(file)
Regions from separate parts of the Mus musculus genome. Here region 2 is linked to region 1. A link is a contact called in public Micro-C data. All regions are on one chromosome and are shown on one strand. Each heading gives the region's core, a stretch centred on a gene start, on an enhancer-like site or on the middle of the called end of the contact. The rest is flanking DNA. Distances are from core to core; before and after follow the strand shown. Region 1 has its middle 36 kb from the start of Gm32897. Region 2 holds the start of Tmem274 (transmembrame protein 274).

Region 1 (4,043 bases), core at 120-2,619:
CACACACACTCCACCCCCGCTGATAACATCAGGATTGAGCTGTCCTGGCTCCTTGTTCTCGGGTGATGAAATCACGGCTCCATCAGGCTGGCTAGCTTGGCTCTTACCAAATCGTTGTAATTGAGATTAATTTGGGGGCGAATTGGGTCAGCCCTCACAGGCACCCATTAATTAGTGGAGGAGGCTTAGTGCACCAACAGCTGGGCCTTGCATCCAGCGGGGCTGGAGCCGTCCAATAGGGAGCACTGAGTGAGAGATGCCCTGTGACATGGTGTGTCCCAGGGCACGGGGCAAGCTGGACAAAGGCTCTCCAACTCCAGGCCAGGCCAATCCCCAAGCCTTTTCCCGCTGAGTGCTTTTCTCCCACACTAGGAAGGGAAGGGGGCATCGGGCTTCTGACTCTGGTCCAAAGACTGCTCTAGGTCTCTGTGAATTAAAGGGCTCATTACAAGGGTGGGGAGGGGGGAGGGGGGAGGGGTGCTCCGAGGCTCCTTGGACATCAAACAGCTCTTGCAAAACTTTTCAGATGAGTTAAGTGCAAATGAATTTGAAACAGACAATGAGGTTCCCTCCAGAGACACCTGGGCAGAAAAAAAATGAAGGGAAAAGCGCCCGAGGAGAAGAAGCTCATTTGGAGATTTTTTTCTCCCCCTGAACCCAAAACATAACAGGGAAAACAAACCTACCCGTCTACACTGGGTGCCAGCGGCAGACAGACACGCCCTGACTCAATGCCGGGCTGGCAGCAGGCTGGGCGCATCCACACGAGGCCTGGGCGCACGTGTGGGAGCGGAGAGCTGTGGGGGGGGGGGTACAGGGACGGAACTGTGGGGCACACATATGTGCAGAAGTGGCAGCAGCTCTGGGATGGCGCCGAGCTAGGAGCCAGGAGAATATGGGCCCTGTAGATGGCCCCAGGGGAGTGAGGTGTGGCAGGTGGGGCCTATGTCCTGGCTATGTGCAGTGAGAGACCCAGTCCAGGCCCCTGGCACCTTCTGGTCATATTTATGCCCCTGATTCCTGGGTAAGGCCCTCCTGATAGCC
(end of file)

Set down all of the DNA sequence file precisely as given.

Regions from separate parts of the Mus musculus genome. Here region 2 is linked to region 1. A link is a contact called in public Micro-C data. All regions are on one chromosome and are shown on one strand. Each heading gives the region's core, a stretch centred on a gene start, on an enhancer-like site or on the middle of the called end of the contact. The rest is flanking DNA. Distances are from core to core; before and after follow the strand shown. Region 1 has its middle 36 kb from the start of Gm32897. Region 2 holds the start of Tmem274 (transmembrame protein 274).

Region 1 (4,043 bases), core at 120-2,619:
CACACACACTCCACCCCCGCTGATAACATCAGGATTGAGCTGTCCTGGCTCCTTGTTCTCGGGTGATGAAATCACGGCTCCATCAGGCTGGCTAGCTTGGCTCTTACCAAATCGTTGTAATTGAGATTAATTTGGGGGCGAATTGGGTCAGCCCTCACAGGCACCCATTAATTAGTGGAGGAGGCTTAGTGCACCAACAGCTGGGCCTTGCATCCAGCGGGGCTGGAGCCGTCCAATAGGGAGCACTGAGTGAGAGATGCCCTGTGACATGGTGTGTCCCAGGGCACGGGGCAAGCTGGACAAAGGCTCTCCAACTCCAGGCCAGGCCAATCCCCAAGCCTTTTCCCGCTGAGTGCTTTTCTCCCACACTAGGAAGGGAAGGGGGCATCGGGCTTCTGACTCTGGTCCAAAGACTGCTCTAGGTCTCTGTGAATTAAAGGGCTCATTACAAGGGTGGGGAGGGGGGAGGGGGGAGGGGTGCTCCGAGGCTCCTTGGACATCAAACAGCTCTTGCAAAACTTTTCAGATGAGTTAAGTGCAAATGAATTTGAAACAGACAATGAGGTTCCCTCCAGAGACACCTGGGCAGAAAAAAAATGAAGGGAAAAGCGCCCGAGGAGAAGAAGCTCATTTGGAGATTTTTTTCTCCCCCTGAACCCAAAACATAACAGGGAAAACAAACCTACCCGTCTACACTGGGTGCCAGCGGCAGACAGACACGCCCTGACTCAATGCCGGGCTGGCAGCAGGCTGGGCGCATCCACACGAGGCCTGGGCGCACGTGTGGGAGCGGAGAGCTGTGGGGGGGGGGGTACAGGGACGGAACTGTGGGGCACACATATGTGCAGAAGTGGCAGCAGCTCTGGGATGGCGCCGAGCTAGGAGCCAGGAGAATATGGGCCCTGTAGATGGCCCCAGGGGAGTGAGGTGTGGCAGGTGGGGCCTATGTCCTGGCTATGTGCAGTGAGAGACCCAGTCCAGGCCCCTGGCACCTTCTGGTCATATTTATGCCCCTGATTCCTGGGTAAGGCCCTCCTGATAGCC